Bulgaria wants EU countries to toughen penalties for people trafficking

Bulgaria wants EU countries to toughen penalties for people trafficking

Sofia, September 9, 2015/ Independent Balkan News Agency

By Clive Leviev-Sawyer of The Sofia Globe

European Union countries should be obliged to dramatically increase penalties for human trafficking, Bulgarian Foreign Minister Daniel Mitov has said.

He said on September 8 that the Dublin agreement, by which refugees may be returned to the countries where they first entered the EU, was “set in a time very different from the present and in other circumstances”.

Among the possible changes was the creation of a single migration approach so that refugees could choose the country in which to be registered.

Another approach was the introduction of a common refugee status across the EU.

On the issue of mandatory quotas for transfers of refugees from one EU country to another, he said that “Bulgaria will take responsibility and will participate in the solidarity allocation and relocation, but account must be taken of GDP and the fact that our territory now has many refugees”.

Speaking on September 9, after the announcement of the European Commission’s new proposals on dealing with the migrant issue and on migrant reallocation quotes, Mitov said that debates on the refugee quotas are yet to be held.

“I am not sure that refugee quotas are the correct decision, but we will participate in their relocation in the EU,” Mitov said.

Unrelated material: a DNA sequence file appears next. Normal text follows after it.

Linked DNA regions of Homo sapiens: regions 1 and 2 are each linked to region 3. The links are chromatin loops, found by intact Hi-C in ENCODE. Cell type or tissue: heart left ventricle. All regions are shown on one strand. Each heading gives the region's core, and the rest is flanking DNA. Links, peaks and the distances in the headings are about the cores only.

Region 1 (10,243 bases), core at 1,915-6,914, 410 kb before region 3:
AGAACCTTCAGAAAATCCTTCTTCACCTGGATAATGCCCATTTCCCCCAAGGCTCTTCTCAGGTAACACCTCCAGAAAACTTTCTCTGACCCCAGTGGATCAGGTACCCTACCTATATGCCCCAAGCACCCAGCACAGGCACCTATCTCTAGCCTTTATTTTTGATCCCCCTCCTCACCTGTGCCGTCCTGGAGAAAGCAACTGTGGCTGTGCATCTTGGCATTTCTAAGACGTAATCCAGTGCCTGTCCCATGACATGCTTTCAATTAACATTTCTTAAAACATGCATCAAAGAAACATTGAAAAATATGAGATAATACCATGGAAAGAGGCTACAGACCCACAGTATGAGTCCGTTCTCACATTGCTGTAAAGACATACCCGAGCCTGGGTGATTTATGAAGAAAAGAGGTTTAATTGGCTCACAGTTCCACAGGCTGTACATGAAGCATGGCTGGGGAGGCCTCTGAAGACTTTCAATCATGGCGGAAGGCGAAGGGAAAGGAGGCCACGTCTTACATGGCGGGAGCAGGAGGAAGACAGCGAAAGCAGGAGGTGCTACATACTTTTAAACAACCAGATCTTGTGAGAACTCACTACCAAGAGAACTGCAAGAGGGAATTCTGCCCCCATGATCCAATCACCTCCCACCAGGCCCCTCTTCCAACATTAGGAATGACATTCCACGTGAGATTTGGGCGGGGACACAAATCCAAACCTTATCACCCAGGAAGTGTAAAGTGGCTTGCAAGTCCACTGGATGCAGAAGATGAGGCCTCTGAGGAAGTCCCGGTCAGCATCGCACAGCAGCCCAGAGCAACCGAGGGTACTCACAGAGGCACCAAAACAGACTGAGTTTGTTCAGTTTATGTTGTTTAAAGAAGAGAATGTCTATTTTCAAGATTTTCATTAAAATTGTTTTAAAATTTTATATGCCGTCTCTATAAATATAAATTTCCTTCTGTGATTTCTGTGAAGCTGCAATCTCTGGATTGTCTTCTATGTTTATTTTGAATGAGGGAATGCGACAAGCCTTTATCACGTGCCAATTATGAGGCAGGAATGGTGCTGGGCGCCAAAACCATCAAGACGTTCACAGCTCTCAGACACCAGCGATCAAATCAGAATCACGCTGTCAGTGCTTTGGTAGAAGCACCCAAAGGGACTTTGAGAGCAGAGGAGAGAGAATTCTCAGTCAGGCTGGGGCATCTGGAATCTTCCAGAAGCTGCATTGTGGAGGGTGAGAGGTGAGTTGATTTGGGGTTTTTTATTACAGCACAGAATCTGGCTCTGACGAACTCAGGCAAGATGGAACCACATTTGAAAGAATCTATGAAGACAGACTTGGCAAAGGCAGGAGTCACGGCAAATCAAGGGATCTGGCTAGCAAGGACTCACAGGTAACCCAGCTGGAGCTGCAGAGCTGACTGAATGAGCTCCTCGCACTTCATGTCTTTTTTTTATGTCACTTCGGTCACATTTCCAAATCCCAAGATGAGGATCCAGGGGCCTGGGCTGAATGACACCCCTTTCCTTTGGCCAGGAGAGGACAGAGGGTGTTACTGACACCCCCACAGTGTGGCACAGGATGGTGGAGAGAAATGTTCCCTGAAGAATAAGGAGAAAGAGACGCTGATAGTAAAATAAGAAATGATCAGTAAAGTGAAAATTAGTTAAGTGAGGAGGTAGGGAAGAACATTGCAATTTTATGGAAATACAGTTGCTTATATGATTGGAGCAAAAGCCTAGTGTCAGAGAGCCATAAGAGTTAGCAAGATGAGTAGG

“It is clear that Bulgaria has received enough refugees on its territory based on the correlation between GDP and population density. The rest countries must take their responsibility, because there are countries that still have not shown enough solidarity,” he said.

“Fighting against ISISL must not only intensify but there must be more serious diplomatic efforts paid in direction of commitments of the countries in the region,” Mitov said.

On September 9, European Commission President Jean-Claude Juncker said that in addition to quotas for the relocation of 40 000 refugees presented earlier this year, the Commission has drawn up a proposal for mandatory quotas in the relocation of a further 120 000 refugees who have arrived in Hungary, Italy and Greece.

The new proposal envisages Bulgaria receiving a further 1600 refugees. In July the European Council agreed on a Bulgaria quota of 500. Under the new proposal the total of relocated refugees that Bulgaria is expected to accept now increases to 2100.